1. "Highway Patrolman" Bruce Springsteen
No song has ever kinda told my story like this one. Its the story of a Highway Patrolman named Joe Roberts who is his brothers keeper, and Frankie, who finds trouble all too easily. The Album, Nebraska, found its way into a cut-out bin (that was a place record stores would place albums that didnt sell well), and i perused the back track listing and what caught my eye was one of the song titles: "Johnny 99" . I didn't know what it was like, but that title sounded so HUGE! Larger than life. I thought with a title like that it had to be great. It was nothing as i expected, it had none of the rock and roll majesty of Born to Run lp, or the punkish "I hate my dad" attitude of Darkness on the Edge of town, but instead i found a scary depiction of souls over the edge, people who are disconnected from the rest of us, waging pyschological war in their heads. This was like a punch in the stomach to me, as it reminded me of my own brother, who was born with all the gifts in the world, looks, brains, athletic prowess, but was overcome by regret, unwillingness to forgive people in our past and eventually his life crumbled down around him. He could very well be living on the streets tonight. "Highway Patrolman" was made into a movie by Sean Penn, called Indian Runner. This song and this album are listened to in the dark, alone. I do it every so often and it always leaves me spooked.

Thursday, November 26, 2009

Lost Treasures: Vol. 1 "Waterspider-ugly version"

I guess we might never hear this again, but it remains one of my favorite Felice Brothers songs of all time, this version really matches up well with another lost classic "Division St.) love the sound of this version, its really gritty, and benefits from Simone's and Ian's voices mixing nicely.

from Bronyaur at Frankiesgun come his lyrics

oh the band i'm followin
i could hear them hollerin
hey hey cocaine

could you meet us in the pines
and grind your lullaby
and go dance in the pourin rain

waterspider. dessert flower.
they don't make them like you no more
waterspider. freedom fighter
they don't make them like you no more

well, there's a time to give em hell
and a time to wish em well
oh hey hey cocaine

some dreams you'll understand
but some don't mean a damn
hey hey cocaine

even if forest fires rage in californ a while
even if the world turns on end
even if the union band kills the whole of dixie land
oh hey hey cocaine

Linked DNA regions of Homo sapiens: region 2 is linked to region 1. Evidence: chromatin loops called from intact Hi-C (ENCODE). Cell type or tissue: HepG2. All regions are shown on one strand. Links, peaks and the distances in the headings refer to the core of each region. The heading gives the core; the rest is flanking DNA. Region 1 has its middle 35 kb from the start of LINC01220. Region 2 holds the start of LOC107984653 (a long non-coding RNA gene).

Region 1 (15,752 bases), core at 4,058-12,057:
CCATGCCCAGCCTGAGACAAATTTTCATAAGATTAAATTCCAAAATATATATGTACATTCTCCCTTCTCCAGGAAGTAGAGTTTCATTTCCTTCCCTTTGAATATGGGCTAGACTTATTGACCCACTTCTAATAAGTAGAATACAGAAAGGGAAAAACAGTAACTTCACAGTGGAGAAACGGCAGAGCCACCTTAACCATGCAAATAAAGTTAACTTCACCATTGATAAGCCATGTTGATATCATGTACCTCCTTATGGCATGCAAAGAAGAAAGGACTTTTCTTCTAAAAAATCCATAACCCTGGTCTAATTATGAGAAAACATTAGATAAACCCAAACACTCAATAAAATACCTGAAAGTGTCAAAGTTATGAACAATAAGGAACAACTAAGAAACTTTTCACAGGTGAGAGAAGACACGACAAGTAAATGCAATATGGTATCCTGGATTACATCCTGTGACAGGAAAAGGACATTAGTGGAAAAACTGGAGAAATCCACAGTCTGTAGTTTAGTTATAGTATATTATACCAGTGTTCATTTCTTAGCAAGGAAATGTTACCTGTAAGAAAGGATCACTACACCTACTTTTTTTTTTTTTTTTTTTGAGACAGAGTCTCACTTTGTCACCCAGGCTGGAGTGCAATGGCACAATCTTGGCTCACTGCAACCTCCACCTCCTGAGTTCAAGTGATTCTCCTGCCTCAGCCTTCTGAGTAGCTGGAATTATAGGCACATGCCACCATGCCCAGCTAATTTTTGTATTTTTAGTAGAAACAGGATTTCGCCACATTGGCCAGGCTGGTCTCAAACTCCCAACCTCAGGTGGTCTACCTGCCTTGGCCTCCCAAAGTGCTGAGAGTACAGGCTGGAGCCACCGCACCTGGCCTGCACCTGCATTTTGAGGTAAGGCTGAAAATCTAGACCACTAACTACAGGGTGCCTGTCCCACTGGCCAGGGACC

Maya Solovey's response to the Felice Brothers

her lyrics to her response to Her Eyes Dart Around

Well if you look further west
To the orange and reds
Where the tree trunks have grown
Out of nothing but stone
That's where my love resides
In the black candlelight
In the fall of our death
When the world went to rest.

Well you picked up a stone
Said "see this is my home.
I'm a man of the wild
I'm forever a child."
"I can't be with no one
Who don't carry a gun."
"I live for the eyes
Of the one I won't find.

Oh lie de lie lie
Oh lord I did lie
With my boots strapped on
I made a grown man cry
Cause I became him
And he became me
And it grew hard to tell
Well who's heart had failed.

So if you look further west
Where the sun goes to rest
Out where the wind blows
Over nothing but stone
That's where my love was born
On one clear cold morn
That's where my love died
As you turned your eyes.

Felice Brothers at Pearl Street

from last year!!!!

Slideshow to "Morning i get to Hell"

Baldman thank you! review of the Scala (London) Show

Duke & The King (Live@The Scala) London
Written By: Mark on November 23, 2009 Comments

Last night after a nightmare journey into the metropolis, I was privileged to attend the gospel according to The Duke and The King. It’s the only apt description of the greatest live show I have ever attended!!!! Man, my body went through every emotion – I cried like a baby to “One More American Song”, then laughed, clapped and sang along with the massive crowd to “Summer Morning Rain”.

This band from the Catskill Mountains interchange instruments and interact till you feel like the stage has melted away. The whole gig was one big celebration like jamming with friends in the backyard. My thoughts on Simone as a songwriter are well documented, for me he is a 21st Century Woody Guthrie.

This is no one man show: Simi Stone displays amazing stagecraft as well as sweet harmonies alongside Bobby Bird and Reverend Loveday. They are mind-blowingly soulful at times and these upbeat songs full of hope counterbalance the more reflective acoustic offerings from Simone’s pen. The Reverend has one of the most amazing voices I have ever heard live, wish I could find the words to convey how moved I was last night.

The title of the debut longplayer is Nothing Gold Can Stay. I for one hope The Duke and The King do for years to come. As I drifted into the night my soul felt cleansed and my heart full of hope. For that, Simone, Bobby, Simi & Reverend, I thank you.

Many thanks to Giovanna from Sure Shot and Tom from Loose for arrangements! Finally to Shane Allen who supplied the superb photos and company on the long journey!!

Duke and the King Interview

The Duke & The King


“Unless you’ve been on planet Mars, you will know of my love for these amazing guys. It was a real honour to be invited backstage to meet them and run what I thought would be a short five minute interview. Turns out we kinda hit it off and it ended up running for nearly thirty minutes. Hope I managed to give you an insight to the people behind this inspirational band!!!”